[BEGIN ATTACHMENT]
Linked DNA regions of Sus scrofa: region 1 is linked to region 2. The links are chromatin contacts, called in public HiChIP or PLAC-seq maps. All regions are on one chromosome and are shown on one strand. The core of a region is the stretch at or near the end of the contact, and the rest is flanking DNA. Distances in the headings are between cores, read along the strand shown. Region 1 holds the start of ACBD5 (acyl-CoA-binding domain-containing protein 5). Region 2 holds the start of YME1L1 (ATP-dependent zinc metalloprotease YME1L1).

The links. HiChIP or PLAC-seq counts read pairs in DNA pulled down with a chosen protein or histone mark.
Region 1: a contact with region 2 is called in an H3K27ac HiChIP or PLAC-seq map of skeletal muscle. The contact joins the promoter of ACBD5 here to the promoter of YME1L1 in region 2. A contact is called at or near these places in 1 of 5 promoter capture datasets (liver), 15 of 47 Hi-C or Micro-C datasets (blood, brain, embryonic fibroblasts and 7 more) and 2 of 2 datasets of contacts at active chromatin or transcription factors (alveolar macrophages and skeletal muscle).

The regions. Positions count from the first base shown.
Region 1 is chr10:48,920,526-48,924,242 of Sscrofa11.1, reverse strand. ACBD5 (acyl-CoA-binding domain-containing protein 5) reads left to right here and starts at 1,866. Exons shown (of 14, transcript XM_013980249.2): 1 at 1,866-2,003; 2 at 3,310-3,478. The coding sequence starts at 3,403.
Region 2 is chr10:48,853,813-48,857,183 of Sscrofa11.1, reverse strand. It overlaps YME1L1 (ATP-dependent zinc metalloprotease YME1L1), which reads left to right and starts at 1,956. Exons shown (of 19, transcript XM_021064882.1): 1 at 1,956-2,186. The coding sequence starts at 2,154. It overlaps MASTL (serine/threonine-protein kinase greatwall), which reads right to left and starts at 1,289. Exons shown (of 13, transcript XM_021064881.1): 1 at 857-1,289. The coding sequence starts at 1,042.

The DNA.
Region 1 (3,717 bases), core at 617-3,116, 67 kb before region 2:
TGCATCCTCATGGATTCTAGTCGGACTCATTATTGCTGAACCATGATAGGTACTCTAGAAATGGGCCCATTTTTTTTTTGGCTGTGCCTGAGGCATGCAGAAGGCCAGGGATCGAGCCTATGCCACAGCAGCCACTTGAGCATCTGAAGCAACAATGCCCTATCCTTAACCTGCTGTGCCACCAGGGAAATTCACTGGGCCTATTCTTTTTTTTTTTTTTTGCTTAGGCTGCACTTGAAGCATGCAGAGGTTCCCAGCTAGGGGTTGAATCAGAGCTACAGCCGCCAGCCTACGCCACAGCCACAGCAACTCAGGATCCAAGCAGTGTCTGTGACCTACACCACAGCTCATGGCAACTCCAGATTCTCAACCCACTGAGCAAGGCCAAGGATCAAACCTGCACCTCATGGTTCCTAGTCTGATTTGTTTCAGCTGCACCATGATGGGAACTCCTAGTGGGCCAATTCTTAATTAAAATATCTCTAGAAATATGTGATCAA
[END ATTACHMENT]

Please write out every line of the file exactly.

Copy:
Linked DNA regions of Sus scrofa: region 1 is linked to region 2. The links are chromatin contacts, called in public HiChIP or PLAC-seq maps. All regions are on one chromosome and are shown on one strand. The core of a region is the stretch at or near the end of the contact, and the rest is flanking DNA. Distances in the headings are between cores, read along the strand shown. Region 1 holds the start of ACBD5 (acyl-CoA-binding domain-containing protein 5). Region 2 holds the start of YME1L1 (ATP-dependent zinc metalloprotease YME1L1).

The links. HiChIP or PLAC-seq counts read pairs in DNA pulled down with a chosen protein or histone mark.
Region 1: a contact with region 2 is called in an H3K27ac HiChIP or PLAC-seq map of skeletal muscle. The contact joins the promoter of ACBD5 here to the promoter of YME1L1 in region 2. A contact is called at or near these places in 1 of 5 promoter capture datasets (liver), 15 of 47 Hi-C or Micro-C datasets (blood, brain, embryonic fibroblasts and 7 more) and 2 of 2 datasets of contacts at active chromatin or transcription factors (alveolar macrophages and skeletal muscle).

The regions. Positions count from the first base shown.
Region 1 is chr10:48,920,526-48,924,242 of Sscrofa11.1, reverse strand. ACBD5 (acyl-CoA-binding domain-containing protein 5) reads left to right here and starts at 1,866. Exons shown (of 14, transcript XM_013980249.2): 1 at 1,866-2,003; 2 at 3,310-3,478. The coding sequence starts at 3,403.
Region 2 is chr10:48,853,813-48,857,183 of Sscrofa11.1, reverse strand. It overlaps YME1L1 (ATP-dependent zinc metalloprotease YME1L1), which reads left to right and starts at 1,956. Exons shown (of 19, transcript XM_021064882.1): 1 at 1,956-2,186. The coding sequence starts at 2,154. It overlaps MASTL (serine/threonine-protein kinase greatwall), which reads right to left and starts at 1,289. Exons shown (of 13, transcript XM_021064881.1): 1 at 857-1,289. The coding sequence starts at 1,042.

The DNA.
Region 1 (3,717 bases), core at 617-3,116, 67 kb before region 2:
TGCATCCTCATGGATTCTAGTCGGACTCATTATTGCTGAACCATGATAGGTACTCTAGAAATGGGCCCATTTTTTTTTTGGCTGTGCCTGAGGCATGCAGAAGGCCAGGGATCGAGCCTATGCCACAGCAGCCACTTGAGCATCTGAAGCAACAATGCCCTATCCTTAACCTGCTGTGCCACCAGGGAAATTCACTGGGCCTATTCTTTTTTTTTTTTTTTGCTTAGGCTGCACTTGAAGCATGCAGAGGTTCCCAGCTAGGGGTTGAATCAGAGCTACAGCCGCCAGCCTACGCCACAGCCACAGCAACTCAGGATCCAAGCAGTGTCTGTGACCTACACCACAGCTCATGGCAACTCCAGATTCTCAACCCACTGAGCAAGGCCAAGGATCAAACCTGCACCTCATGGTTCCTAGTCTGATTTGTTTCAGCTGCACCATGATGGGAACTCCTAGTGGGCCAATTCTTAATTAAAATATCTCTAGAAATATGTGATCAA